For parents of younger children, Halloween is often one of the most fun holidays. Maybe you’ll get to see your child dressed up in a Halloween parade. Or get to see their amazed expressions as decorations go up around the neighborhood.
It’s not quite the same with older adolescents and teens. While younger kids tend to be all about the candy, bigger ones tend to see the night as an opportunity to let loose and cause some mischief with their friends.
Unfortunately, this mischief could result in an arrest for your teenager depending on their “trick” of choice. The following charges are often given to Texas teens who play pranks or otherwise get a bit too wild on Halloween. If you know what these crimes are and when your teenager could be at risk of facing penalties, it can be easier to prepare and make sure they know the consequences.
Texas Minor in Possession Charges
The biggest difference between kids and teenagers on Halloween is often the presence of alcohol. Kids go out in search for candy; teenagers go out in search of a party.
Unfortunately, if your teenager is caught drinking at a Halloween party, they could face class C misdemeanor charges. The penalties for a Minor in Possession of Alcohol (MIP) conviction include:
- Up to $500 in fines
- Between 8-12 hours of community service
- Loss of driver’s license for up to 30 days
These penalties are increased if your teen has previous convictions on their record. Even if this is your child’s first offense, it’s important to fight back against charges to prevent more serious penalties for a second or third conviction.
Texas Offenses against Property and Criminal Mischief
Halloween pranks often involve property: houses, cars, bikes, and so on. Toilet paper around a tree most likely won’t cause serious damage, but throwing eggs may break glass or result in costly repairs.
If your teenager knowingly breaks or damages property that ends up costing the owners money, they may face charges for criminal mischief.
The severity of the penalties and charges will depend on the cost of the damages:
- If the cost of damages is less than $100, offenses against property charges will be a Class C misdemeanor.
- If the cost of damages is between $100 and $750, the charges will be increased to a Class B misdemeanor.
- Damages that cost between $750 and $2,500 will result in Class A misdemeanor charges.
If your teenager causes more than $2,500 in damages, they might face felony charges. This could have a serious impact on their ability to get into college or get a high-paying job.
The spooky house across the street or the vacant lot might look like a perfect setting for Halloween adventures, but make sure your teenager knows when they are crossing onto private property. Trespassing is a crime in Texas, but it is not always easy to determine when a crime is being committed.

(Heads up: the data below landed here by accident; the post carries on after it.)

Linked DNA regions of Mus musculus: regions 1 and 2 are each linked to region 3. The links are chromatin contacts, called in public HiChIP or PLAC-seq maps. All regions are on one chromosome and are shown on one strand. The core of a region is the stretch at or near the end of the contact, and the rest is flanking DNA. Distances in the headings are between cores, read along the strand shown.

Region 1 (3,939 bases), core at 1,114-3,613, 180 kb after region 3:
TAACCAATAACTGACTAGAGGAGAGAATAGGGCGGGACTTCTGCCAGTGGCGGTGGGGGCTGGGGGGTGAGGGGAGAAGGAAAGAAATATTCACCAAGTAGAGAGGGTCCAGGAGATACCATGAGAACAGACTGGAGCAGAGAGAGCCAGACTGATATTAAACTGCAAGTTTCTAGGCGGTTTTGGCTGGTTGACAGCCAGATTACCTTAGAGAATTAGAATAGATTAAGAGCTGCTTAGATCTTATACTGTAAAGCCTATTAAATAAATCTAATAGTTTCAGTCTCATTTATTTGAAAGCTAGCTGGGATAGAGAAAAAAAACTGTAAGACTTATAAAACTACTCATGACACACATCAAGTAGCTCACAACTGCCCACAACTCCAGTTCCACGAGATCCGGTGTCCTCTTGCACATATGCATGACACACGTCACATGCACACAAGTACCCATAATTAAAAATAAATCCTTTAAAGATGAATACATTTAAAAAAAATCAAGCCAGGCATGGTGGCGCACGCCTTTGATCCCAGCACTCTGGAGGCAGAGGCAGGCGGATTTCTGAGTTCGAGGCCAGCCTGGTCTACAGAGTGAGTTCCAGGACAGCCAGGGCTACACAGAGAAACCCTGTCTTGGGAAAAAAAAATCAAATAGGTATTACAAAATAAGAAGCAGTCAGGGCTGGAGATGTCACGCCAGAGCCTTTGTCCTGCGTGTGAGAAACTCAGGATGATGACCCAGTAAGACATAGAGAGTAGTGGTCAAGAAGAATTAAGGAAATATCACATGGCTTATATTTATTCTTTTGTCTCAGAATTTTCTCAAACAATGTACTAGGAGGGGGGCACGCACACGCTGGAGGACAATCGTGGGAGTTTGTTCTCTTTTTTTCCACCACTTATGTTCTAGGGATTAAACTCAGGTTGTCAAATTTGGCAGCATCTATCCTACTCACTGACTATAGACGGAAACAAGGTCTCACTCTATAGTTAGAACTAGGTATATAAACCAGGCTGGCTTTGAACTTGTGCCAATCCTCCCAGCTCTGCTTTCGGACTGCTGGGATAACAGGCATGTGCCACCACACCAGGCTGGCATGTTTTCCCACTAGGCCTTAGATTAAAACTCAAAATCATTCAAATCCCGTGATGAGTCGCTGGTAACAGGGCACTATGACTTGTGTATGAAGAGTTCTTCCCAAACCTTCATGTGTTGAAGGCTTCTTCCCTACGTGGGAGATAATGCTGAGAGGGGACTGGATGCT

Texas defines trespassing as an event when a person “enters or remains on or in the property of another, including residential land, agricultural land, a recreational vehicle park, a building, or an aircraft or other vehicle, without effective consent.”
In order for trespassing to occur, there has to be written or oral communication that tells the defendant the property is private. These signs aren’t always obvious, especially in the dark. Tell your teenager to look out for signs, painted marks on trees, or fencing that could signal that property is off-limits.
Trespassing charges will differ depending on the type of property (residential, agricultural, etc.) that is involved.
Disorderly Conduct in Texas
Even if alcohol is not present during a Halloween get-together, teens can rile each other up in the spirit of the holiday. The line between harmless rowdiness and disorderly conduct is quite thin in Texas. State law makes any of the following actions a misdemeanor offense:
- Using “abusive, indecent, profane, or vulgar language in a public place” or making offensive gestures with the intention of breaching the peace
- Creating “a noxious and unreasonable odor in a public place” through the use of chemicals (not the “natural” way, of course)
- Creating unreasonable noises in public places or “near a private residence that [the defendant] has no right to occupy”
- Fighting or discharging firearms in a public place
Is Your Texas Teen Legally a Minor? Maybe Not
Texas processes charges against minors and adults differently.
If someone is under the age of 17, most likely they will be put through the juvenile criminal system. Those in this age range are only charged as adults for serious violent crimes.
However, if your teenager is 17, 18, or 19, they will be charged like a “normal” adult through the regular criminal justice system. Obviously, this is much worse – and more serious.
Depending on how your child is charged, make sure you reach out to a defense lawyer who has experience handling both the specific crime and with the court system that will be involved – criminal justice or juvenile justice.
Remember: talk to your teen about when pranks or parties can turn into criminal offenses. Even if something seems like devilish fun, it’s not worth crossing the line and negatively impacting their future.
About the Author:
Brandon Fulgham has an in-depth understanding of both Texas law and Texans themselves. Before practicing law here, he received his undergraduate degree from TCU, and his law degree from South Texas College of Law in Houston. After graduation, he worked in District Attorneys’ offices as a prosecutor, building cases designed to put people behind bars. Now, he uses that knowledge to protect the rights of people in and around Fort Worth, making sure they receive the strongest possible defense when they find themselves on the wrong side of the law. He has been recognized for his work by The National Trial Lawyers, Fort Worth Magazine, and others.